The Weakest Tough Guys Around

in Politics by

I’ve been called arrogant a few times in my life.

And it’s not just angry readers or the stray co-worker who have said so. I’ve had friends tell me that I was arrogant (whatever—they’re just jealous because I’m so much better than they are).

In any case, the dangers of arrogance are well-established. Pride goeth before the fall, hubris got us into Iraq, etc.

That’s all true of course. But it’s also true that genuine arrogance does not originate in confidence. Its root cause is its theoretical opposite, which is insecurity.

Honestly, does anyone believe that our easily agitated president—lashing out over every perceived slight and spewing all-caps threats over Twitter—acts like a confident, secure individual who knows what he is doing? It’s textbook bullying that masks his insecurity.

By the way, if you think Trump actually does know what he’s doing, you are highly delusional.

Now, if we mix the hazards of insecurity with one of our culture’s favorite demons—toxic masculinity—we get a new, 21st-century problem that absolutely no one was clamoring for. I’m talking about fragile masculinity.

What the hell is that?

Well, fragile masculinity refers to the fact that “many men feel pressure to look and behave in stereotypically masculine ways—or risk losing their status as ‘real men.’ ” American machismo is a bastard, and this “unforgiving standard of maleness makes some men worry that they’re falling short.” These men are said to experience “fragile masculinity.”

OK, that all makes sense. But what can this disturbing phenomenon tell us about the times we are living in?

You might be interested to know that politics “provides a way that fragile men can reaffirm their masculinity.” They do this “by supporting tough politicians and policies” that reassure others (and themselves) of “their own manliness.”

And yes, a recent study has shown that “Trump appeals to men with fragile masculinity.”

Yikes.

Of course, you may be skeptical that researchers could measure something as ambiguous as fragile masculinity. Well, these scientists are way ahead of you.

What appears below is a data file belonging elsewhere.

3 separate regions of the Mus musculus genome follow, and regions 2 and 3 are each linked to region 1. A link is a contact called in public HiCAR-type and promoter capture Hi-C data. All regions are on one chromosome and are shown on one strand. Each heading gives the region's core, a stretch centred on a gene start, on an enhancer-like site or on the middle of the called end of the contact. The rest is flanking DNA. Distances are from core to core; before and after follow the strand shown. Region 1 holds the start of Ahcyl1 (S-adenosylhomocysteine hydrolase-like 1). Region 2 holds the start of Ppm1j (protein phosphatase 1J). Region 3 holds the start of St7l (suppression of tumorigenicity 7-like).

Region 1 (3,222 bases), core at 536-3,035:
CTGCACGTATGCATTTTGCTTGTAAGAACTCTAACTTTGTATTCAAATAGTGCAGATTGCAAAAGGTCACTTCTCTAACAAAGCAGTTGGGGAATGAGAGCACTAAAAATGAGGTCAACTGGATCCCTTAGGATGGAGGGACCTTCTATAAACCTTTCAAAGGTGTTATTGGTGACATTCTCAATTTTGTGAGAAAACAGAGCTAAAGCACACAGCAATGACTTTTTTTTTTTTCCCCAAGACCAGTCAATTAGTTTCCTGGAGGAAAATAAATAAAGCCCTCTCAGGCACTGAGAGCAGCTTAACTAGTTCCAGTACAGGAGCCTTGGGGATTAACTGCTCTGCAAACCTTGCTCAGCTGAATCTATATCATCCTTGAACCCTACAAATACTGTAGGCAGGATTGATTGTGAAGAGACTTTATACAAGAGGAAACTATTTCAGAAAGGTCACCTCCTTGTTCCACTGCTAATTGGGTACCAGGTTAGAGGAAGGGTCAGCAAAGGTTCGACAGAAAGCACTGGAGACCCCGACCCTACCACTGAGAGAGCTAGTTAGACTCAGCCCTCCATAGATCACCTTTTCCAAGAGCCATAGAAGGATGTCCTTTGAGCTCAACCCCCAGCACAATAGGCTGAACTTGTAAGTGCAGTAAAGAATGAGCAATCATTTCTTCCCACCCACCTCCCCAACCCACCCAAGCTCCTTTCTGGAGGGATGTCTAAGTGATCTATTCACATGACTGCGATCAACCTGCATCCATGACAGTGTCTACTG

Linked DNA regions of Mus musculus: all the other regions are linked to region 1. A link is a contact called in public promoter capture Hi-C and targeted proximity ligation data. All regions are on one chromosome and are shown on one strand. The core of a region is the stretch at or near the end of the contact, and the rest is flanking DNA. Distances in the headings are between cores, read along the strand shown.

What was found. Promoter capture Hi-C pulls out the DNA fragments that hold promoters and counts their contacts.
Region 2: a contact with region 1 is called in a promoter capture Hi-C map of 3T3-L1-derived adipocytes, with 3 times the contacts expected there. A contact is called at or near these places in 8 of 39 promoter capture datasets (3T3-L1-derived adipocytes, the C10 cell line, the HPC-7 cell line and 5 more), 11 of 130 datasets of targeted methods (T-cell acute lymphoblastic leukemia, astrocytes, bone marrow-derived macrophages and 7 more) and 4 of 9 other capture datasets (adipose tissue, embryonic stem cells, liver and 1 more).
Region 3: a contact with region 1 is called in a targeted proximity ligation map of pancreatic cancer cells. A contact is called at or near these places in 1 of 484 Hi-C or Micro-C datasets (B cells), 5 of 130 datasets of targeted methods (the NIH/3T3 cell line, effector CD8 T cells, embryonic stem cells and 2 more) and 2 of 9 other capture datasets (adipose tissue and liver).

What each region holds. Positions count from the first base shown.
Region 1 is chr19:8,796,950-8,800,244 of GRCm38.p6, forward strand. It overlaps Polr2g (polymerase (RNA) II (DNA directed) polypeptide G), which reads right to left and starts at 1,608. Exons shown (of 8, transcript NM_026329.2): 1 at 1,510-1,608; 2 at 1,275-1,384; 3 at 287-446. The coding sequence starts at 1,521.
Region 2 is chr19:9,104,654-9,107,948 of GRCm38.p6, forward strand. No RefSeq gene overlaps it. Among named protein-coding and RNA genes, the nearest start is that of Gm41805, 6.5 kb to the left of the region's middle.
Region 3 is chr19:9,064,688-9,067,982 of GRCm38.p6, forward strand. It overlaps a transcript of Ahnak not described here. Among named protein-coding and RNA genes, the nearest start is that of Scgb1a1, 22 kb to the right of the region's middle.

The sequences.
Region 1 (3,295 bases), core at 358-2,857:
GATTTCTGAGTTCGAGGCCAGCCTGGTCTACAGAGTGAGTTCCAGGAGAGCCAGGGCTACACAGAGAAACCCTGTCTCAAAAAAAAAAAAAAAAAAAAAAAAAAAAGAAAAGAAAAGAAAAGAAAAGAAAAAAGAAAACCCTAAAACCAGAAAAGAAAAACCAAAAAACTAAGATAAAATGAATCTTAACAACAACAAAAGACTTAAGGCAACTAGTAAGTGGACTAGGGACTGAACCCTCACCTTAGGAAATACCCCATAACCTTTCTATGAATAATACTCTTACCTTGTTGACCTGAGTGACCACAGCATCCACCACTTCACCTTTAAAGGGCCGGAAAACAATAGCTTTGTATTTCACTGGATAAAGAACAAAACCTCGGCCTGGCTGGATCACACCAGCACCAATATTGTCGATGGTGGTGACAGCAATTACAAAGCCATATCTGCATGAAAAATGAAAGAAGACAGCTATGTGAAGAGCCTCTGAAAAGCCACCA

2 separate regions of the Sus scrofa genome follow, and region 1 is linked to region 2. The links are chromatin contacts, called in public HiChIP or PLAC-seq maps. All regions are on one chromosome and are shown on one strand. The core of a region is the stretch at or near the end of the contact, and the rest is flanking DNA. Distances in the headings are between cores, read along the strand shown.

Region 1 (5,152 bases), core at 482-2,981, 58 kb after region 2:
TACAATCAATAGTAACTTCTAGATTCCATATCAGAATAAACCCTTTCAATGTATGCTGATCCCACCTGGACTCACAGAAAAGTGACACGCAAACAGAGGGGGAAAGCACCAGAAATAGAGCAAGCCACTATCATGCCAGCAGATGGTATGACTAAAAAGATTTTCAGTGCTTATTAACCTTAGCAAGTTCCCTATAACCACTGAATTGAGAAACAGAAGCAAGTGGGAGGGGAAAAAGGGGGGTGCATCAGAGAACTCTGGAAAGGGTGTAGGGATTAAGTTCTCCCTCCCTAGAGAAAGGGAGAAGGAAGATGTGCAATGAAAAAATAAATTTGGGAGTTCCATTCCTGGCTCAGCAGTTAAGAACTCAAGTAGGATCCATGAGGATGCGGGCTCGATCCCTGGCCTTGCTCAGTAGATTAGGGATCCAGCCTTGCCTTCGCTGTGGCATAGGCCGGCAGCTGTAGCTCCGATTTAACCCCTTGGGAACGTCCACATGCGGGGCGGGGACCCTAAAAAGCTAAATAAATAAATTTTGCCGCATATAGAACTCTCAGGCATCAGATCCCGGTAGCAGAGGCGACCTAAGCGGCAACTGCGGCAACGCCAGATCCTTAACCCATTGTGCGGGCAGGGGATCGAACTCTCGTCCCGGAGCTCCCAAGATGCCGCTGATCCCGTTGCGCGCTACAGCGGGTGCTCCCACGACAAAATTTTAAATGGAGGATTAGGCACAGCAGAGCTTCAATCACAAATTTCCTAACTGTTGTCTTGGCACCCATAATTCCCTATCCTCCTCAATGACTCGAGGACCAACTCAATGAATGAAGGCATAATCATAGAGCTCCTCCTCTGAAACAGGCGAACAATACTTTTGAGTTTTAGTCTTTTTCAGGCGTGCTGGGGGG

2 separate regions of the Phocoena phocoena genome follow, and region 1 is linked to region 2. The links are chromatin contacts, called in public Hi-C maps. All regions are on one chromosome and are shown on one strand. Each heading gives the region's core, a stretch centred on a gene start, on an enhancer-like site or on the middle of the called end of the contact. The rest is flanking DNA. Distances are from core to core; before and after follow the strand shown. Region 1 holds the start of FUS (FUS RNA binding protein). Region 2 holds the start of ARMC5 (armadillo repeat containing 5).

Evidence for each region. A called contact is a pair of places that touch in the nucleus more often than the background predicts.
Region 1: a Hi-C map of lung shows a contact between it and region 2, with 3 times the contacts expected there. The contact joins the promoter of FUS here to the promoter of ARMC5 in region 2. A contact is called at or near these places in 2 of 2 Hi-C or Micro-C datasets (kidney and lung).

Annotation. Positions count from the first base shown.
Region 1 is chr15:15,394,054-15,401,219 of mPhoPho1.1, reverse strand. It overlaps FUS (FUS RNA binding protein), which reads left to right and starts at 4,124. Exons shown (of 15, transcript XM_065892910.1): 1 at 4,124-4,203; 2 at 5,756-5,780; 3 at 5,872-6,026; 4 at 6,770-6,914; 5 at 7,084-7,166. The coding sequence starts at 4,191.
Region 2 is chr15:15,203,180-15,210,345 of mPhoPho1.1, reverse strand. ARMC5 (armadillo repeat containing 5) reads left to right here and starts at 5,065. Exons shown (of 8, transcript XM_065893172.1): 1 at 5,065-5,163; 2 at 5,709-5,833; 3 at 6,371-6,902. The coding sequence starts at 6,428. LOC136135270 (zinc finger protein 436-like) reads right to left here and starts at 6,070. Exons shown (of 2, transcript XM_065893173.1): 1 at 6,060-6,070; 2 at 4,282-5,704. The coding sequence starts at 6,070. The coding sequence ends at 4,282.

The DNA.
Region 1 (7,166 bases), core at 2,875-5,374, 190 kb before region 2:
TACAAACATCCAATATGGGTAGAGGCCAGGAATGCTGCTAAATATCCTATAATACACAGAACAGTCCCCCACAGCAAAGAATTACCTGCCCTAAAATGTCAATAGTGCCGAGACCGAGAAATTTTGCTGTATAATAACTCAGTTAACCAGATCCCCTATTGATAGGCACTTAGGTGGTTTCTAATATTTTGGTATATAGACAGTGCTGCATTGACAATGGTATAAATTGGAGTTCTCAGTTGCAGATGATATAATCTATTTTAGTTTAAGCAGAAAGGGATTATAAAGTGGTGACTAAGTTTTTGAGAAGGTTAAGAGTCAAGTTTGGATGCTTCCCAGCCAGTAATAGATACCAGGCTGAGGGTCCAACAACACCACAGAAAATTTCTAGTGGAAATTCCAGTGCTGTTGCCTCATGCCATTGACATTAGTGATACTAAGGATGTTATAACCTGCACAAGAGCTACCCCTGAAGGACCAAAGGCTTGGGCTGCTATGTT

The researchers didn’t just ask guys, “Hey, are you feeling fragile these days?” Although the responses to such a question would have made for a hilarious YouTube video.

Instead, the study analyzed Google searches that indicated “a high level of concern about masculinity.” Specifically, the researchers identified phrases such as “how to get girls,” “penis enlargement” and “testosterone,” among others. The scientists then looked at this sad grab-bag of phrases and, after accounting for demographic attributes such as education levels and racial composition, they discovered that Republican candidates “drew more support in areas with higher levels of fragile masculinity.”

Or as the researchers put it, support for Trump was higher “in areas that had more searches for topics such as ‘erectile dysfunction.’”

So now we’re back to this being a fucking hilarious study.

In essence, there are a lot of very insecure guys out there who are motivated to support Trump because his unrepentant bullying and tough-guy talk makes them feel manly. These omega males appreciate a chief executive who boasts about the size of his penis on national television, because they fantasize about doing the same thing themselves (although if the study is accurate, they may not have any real reason to boast… ahem).

By the way, the researchers found that, like so many aspects of American culture, this all snowballed with Trump. The study found that there was no significant relationship between fragile masculinity and voting in previous elections, which suggests that “fragile masculinity has now become a stronger predictor of voting behavior.”

Furthermore, the researchers theorize that Trump’s “re-engineering of the GOP as a party inextricably tied to many Americans’ identity concerns—whether based on race, religion or gender—will ensure that fragile masculinity remains a force in politics.”

So how do we stop this scourge? How do we keep insecure, fragile guys from wrecking the nation as part of a pathetic, futile quest to feel manly?

Well, regardless of the course of action we choose, one thing is certain.

It’s time to man up.

So who is Daniel Cubias, a.k.a. the 'Hispanic Fanatic'? Simply put, he has an IQ of 380, the strength of 12 men, and can change the seasons just by waving his hand. Despite these powers, however, he remains a struggling writer. For the demographically interested, the Hispanic Fanatic is a Latino male who lives in California, where he works as a business writer. He was raised in the Midwest, but he has also lived in New York. He is the author of the novels 'Barrio Imbroglio' and 'Zombie President.' He blogs because he must.

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